Continuing advances in information technology have opened up an increasing amount of opportunities for a more flexible way of working across many industries. High speed broadband, cloud sharing and effective telecommunication are only a handful of ways employees can work more collaboratively and productively, especially outside of the office. When combined with employers placing more of a focus on output rather than being prescriptive about the method for achieving those results, new ways of working can be opened up. This change can have a positive impact on all involved: employees are able to avoid or reduce tiring and time consuming commutes, while employers are able to reduce overheads where less office space and physical infrastructure is required. Not to mention the benefit of a better rested and motivated workforce. These changes have led to many employers revising the concept of work from being just simply a location, into an activity.
While technology can be utilised to empower employees and enhance their ability to work in a more agile fashion, other instances of emerging technology are providing employers with the opportunity to increase the monitoring of the employees and their productivity. Enter Big Brother.
A small vending machine company in Wisconsin hit the headlines last year when 72 of their total 90 staff members volunteered to have chips the size of rice grains implanted under their skin. These could be used to open doors, log onto systems and use the vending machines. Similar technology can also be used for other benign purposes, such as implant technology being used to monitor the location of vulnerable individuals such as dementia patients. However, this tracking and surveillance technology can also be re-purposed to closely monitor employees and analyse their productivity levels in a more oppressive manner.
Many employees, especially those working within the gig economy, are now more connected than ever. Employers are beginning to require hand-held devices as an essential aspect of everyday working. Whether it’s needing to download a bespoke app on a personal device, or a mobile phone being handed to the employee on day one of the job, an employer’s level of accessibility to their employees has never been greater. The variety of devices are used to deliver assigned tasks and record completed work. While this can improve efficiency, both speeding up and increasing the accuracy of work undertaken, the devices also provide an employer with the ability to constantly track their employees’ conduct and constantly scrutinise their employees’ productivity. Far from liberating employees to work in a more flexible and autonomous fashion, such technology can create an oppressive environment where employees can think twice about going to the loo for the fear of their absence from the shop floor being recorded as idle time.
Whereas employee monitoring in the past may have been limited to the reviewing of email accounts or websites visited, further advances such as wearable technology provide enhanced monitoring opportunities, up to and including bio-tracking, where an employer can keep tabs on their employee’s vital signs. Again, this may be beneficial where it potentially enables employers to keep track of an employee’s well-being and pick up on fatigue, something especially crucial for those operating in manufacturing plants or machinery. However, software products that take regular screenshots of employees devices, photos of desks using webcams, or monitoring an employee’s keystrokes, are far more difficult to position as being what one would deem beneficial to the employees themselves.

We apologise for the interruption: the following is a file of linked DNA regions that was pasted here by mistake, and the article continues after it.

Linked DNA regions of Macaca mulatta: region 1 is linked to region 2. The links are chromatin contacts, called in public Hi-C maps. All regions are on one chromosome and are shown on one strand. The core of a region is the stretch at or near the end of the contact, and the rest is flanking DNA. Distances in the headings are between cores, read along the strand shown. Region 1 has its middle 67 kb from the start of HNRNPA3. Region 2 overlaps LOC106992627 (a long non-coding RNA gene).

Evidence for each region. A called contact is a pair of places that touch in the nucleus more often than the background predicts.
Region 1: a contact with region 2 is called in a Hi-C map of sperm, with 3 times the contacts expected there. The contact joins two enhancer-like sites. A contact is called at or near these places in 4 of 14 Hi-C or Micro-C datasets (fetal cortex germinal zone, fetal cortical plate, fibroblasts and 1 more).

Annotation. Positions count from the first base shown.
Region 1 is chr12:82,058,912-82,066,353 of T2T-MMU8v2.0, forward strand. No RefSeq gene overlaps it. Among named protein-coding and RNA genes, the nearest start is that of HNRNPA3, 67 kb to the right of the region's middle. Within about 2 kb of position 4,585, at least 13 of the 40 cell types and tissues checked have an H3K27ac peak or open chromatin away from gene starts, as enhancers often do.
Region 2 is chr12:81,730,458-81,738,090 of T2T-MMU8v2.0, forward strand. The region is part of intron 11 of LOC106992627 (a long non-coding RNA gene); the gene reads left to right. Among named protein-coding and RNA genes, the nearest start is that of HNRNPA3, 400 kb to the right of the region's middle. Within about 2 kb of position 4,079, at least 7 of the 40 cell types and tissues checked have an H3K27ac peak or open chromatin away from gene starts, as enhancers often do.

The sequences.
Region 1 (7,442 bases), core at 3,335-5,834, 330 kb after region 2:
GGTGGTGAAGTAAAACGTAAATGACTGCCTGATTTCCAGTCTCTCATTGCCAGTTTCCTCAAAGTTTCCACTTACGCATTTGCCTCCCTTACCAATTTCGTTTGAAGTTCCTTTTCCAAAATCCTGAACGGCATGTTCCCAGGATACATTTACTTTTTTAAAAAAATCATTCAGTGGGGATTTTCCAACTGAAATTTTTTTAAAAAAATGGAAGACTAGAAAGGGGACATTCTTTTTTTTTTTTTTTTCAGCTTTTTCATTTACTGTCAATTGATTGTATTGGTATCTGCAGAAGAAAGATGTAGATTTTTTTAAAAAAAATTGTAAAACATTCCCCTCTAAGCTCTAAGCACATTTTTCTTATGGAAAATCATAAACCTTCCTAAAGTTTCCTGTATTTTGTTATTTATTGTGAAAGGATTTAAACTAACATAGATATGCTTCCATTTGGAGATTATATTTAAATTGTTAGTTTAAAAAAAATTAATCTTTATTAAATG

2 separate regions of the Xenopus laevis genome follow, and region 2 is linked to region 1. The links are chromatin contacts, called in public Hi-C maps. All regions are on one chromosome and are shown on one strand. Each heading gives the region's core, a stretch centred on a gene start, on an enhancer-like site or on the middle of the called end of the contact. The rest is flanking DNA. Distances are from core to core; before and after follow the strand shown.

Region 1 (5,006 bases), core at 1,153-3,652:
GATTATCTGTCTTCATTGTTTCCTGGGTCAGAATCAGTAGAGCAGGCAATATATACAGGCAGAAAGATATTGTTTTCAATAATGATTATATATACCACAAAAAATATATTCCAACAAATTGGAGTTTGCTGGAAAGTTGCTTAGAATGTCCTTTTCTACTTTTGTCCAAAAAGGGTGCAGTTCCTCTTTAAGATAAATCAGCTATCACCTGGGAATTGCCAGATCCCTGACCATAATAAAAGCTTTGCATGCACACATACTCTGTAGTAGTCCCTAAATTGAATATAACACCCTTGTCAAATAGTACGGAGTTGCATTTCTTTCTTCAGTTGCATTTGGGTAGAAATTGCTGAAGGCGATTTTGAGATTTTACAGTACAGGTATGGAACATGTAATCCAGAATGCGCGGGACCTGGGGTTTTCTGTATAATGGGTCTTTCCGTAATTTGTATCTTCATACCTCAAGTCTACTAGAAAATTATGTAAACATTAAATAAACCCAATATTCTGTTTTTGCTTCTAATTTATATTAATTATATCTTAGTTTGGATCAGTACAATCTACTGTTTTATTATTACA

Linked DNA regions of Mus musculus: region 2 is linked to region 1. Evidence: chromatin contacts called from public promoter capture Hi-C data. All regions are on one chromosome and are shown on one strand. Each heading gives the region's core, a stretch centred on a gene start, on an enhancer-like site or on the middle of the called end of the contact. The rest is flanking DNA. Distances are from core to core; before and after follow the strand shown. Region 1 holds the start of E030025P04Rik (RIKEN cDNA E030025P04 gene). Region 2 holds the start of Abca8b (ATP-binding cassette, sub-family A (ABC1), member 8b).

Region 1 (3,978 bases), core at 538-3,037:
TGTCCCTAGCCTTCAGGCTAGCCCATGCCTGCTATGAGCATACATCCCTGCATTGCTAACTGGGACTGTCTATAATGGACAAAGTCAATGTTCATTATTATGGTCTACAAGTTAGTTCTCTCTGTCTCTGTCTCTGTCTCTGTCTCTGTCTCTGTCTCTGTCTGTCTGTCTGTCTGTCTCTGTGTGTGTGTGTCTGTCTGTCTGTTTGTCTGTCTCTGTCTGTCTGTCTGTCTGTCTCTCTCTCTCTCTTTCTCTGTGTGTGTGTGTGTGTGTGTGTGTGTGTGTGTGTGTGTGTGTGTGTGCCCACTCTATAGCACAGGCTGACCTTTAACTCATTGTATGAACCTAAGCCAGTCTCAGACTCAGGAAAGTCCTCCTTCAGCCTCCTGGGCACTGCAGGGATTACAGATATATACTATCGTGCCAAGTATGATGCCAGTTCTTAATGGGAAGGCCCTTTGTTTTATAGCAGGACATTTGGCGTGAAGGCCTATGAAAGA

Forward-thinking employers will always look to find ways to incorporate and utilise technological advances. The usage of this technology should no longer come as a surprise. However, the means for undertaking the implementation of new technology in the workplace is something that needs to begin to come under question. It’s becoming more apparent that while new technology will be used as a means to empower and liberate employees, and it can also be used to keep us under surveillance.
In the UK there is no one piece of legislation which deals with the monitoring of employees and it is a practice which is neither expressly permitted or prohibited. Employers have in the past sought to gain the consent through contractual provisions. However with the introduction of GDPR employee consent given via a clause in the employment contract is unlikely to have been freely given. Similarly an employer may not be able to argue that an employee was properly informed about the employer's monitoring activities when they were offered their contract.
Instead employers will need to identity a lawful basis for monitoring and confirm that lawful basis together with information about how the employee may be monitored via a privacy notice. In addition, where the one of the purposes of monitoring is to ensure compliance with electronic communications policies, employers should consider an IT and electronic communications policy setting out the type of monitoring that may be conducted and why.
Consistent with our policy when giving comment and advice on a non-specific basis, we cannot assume legal responsibility for the accuracy of any particular statement. In the case of specific problems we recommend that professional advice be sought.